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REVIEW

"a truly Gothic mystery"

Cragmoor held a fascination for anyone who saw it. From the Chapins in 1863 to Jean Moorland in the 1990s. It was not livable, had horrid plumbing, no electricity and on top of that might just be cursed. Four generations of Marshalls had owned it and the current Vicar Marshall did not intend on giving it up. Jean was related on the paternal side to one of the Marshalls - another Jean - whose name was forbidden to be mentioned among the family. She must know why...

The property contained a faerie ring and the children of Sir John Chapin: Mary, the bedeviled daughter and Colin, the rake of a son. Scarily enough, Colin was the more normal of the two. When a young vicar comes to take over responsibility for them, things go from bad to worse. Elliott is in love with Mary and tries to take the place of Colin's father as well. Mary hates him as she believes she is a witch and Elliott goes out of his way to stop her.

On the night of Colin's 16th birthday, Mary disappears and is found lying in the faerie ring, the object of a horrid assault. Following, her father is summoned only to collapse at the house from a stroke after seeing her. This leaves Colin and Elliott in charge.

Then comes worse news: Mary, somehow, is pregnant. Three months gone. From there the novel takes flight among spirits, demons, children in need of a father, a father in need of redemption and, trying to balance it all - the vicar who loves the daughter, hates the father and tries to befriend the son.

While this started off somewhat rockily, it quickly redeemed itself into a book of history, love, and hate, and became a truly Gothic mystery. If you like this genre you certainly will enjoy this book. It's a shame the author has passed, I would have liked to interview her.....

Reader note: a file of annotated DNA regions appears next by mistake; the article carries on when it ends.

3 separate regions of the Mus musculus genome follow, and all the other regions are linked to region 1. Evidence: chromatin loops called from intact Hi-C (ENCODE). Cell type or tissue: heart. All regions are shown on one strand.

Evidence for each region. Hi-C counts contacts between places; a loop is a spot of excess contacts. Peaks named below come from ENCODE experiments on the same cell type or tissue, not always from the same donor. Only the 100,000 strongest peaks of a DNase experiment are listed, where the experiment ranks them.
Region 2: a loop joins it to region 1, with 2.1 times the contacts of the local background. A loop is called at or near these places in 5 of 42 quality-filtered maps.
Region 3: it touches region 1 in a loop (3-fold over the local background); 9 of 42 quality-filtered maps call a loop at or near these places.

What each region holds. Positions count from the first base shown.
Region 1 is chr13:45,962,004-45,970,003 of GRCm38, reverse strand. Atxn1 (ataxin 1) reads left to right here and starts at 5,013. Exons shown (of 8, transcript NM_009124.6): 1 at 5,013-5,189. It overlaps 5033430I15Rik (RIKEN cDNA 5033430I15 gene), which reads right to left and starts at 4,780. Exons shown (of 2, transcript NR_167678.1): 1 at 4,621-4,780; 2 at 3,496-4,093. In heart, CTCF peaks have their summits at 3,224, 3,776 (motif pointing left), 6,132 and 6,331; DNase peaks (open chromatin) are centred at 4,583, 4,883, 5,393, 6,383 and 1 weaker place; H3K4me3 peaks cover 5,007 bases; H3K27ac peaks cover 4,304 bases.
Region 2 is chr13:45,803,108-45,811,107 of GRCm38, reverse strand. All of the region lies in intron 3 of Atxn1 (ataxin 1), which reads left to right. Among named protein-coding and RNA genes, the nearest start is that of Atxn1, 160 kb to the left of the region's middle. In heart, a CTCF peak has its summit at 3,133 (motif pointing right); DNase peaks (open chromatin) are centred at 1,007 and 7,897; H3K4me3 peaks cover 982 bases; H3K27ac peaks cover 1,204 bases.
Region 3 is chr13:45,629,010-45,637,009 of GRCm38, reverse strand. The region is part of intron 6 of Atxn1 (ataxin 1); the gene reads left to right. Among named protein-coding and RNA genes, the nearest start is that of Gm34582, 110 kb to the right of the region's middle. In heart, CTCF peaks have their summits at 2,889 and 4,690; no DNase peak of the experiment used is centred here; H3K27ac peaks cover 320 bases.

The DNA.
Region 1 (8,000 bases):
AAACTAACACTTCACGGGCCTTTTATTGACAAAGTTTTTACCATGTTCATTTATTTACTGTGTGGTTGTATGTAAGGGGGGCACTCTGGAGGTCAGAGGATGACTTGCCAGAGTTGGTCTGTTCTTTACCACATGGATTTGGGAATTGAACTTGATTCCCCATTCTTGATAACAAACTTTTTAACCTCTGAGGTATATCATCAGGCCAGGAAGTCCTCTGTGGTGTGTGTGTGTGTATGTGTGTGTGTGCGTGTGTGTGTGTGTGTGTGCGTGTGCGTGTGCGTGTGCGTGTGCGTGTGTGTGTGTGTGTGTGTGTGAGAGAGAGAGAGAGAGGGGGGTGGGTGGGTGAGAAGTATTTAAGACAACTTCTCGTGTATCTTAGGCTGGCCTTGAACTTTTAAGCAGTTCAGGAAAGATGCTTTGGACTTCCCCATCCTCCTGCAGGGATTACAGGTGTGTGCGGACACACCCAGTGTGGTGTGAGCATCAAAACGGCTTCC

Reviewed by Nancy Eriksen
Posted December 29, 2008

SUMMARY

The house seemed to beckon her. Welcome her. As if it knew her. The light had faded, and dark, bilious clouds had taken its place. In the three short weeks I'd spent in Cornwall, I'd learned two things: that the weather was not to be trusted, and that the wind never ceased to blow. Fair weather or foul, it whistled and murmured and moaned, like a living, breathing, tortured being. It had risen since it played innocently among the foxglove blooms earlier stirring the mists along the graveyard gate. Now it was angry, driving the black clouds inland from the sea. Waterfowl raced before it dotting the sky like a blizzard over the mighty house, and I'd scarcely pulled the car to a stop when the rain came. It was just as I remembered it from my drive-by earlier, like a creature of myth silhouetted against the storm-a huge, rambling, turreted structure of stone and timbers defying its existence in such a setting. Yet, aside from a wounded turret, a few missing boards, and a good deal of broken glass, Cragmoor approached the dawn of another century remarkably intact. I tried to imagine the house as it once must have been, ablaze with light and life, surrounded by manicured lawns and courtyards and lush, fragrant gardens. Now it rose from a tangled snarl of briar, thorn, and desolation. Row upon row of darkened windows, catching stray glints of the fading light, shuddered in the wind as the gale bore down upon it. The house was asleep, and I was about to wake it.

 

Rape of the Soul
by Dawn Thompson

Highland Press
June 1, 2008
Available: June 5, 2008
ISBN #0981557325
EAN #9780981557328
392 pages
Trade Size
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Other Books by
Dawn Thompson

Lord of the Forest
The Bride of Time
Lord Of The Dark
Sexy Beast IV
Eros Island
The Ravening
Lord of the Deep
The Brotherhood
Blood Moon
The Falcon's Bride
Blue Moon Enchantment
Blue Moon Magic
The Waterlord
The Ravencliff Bride


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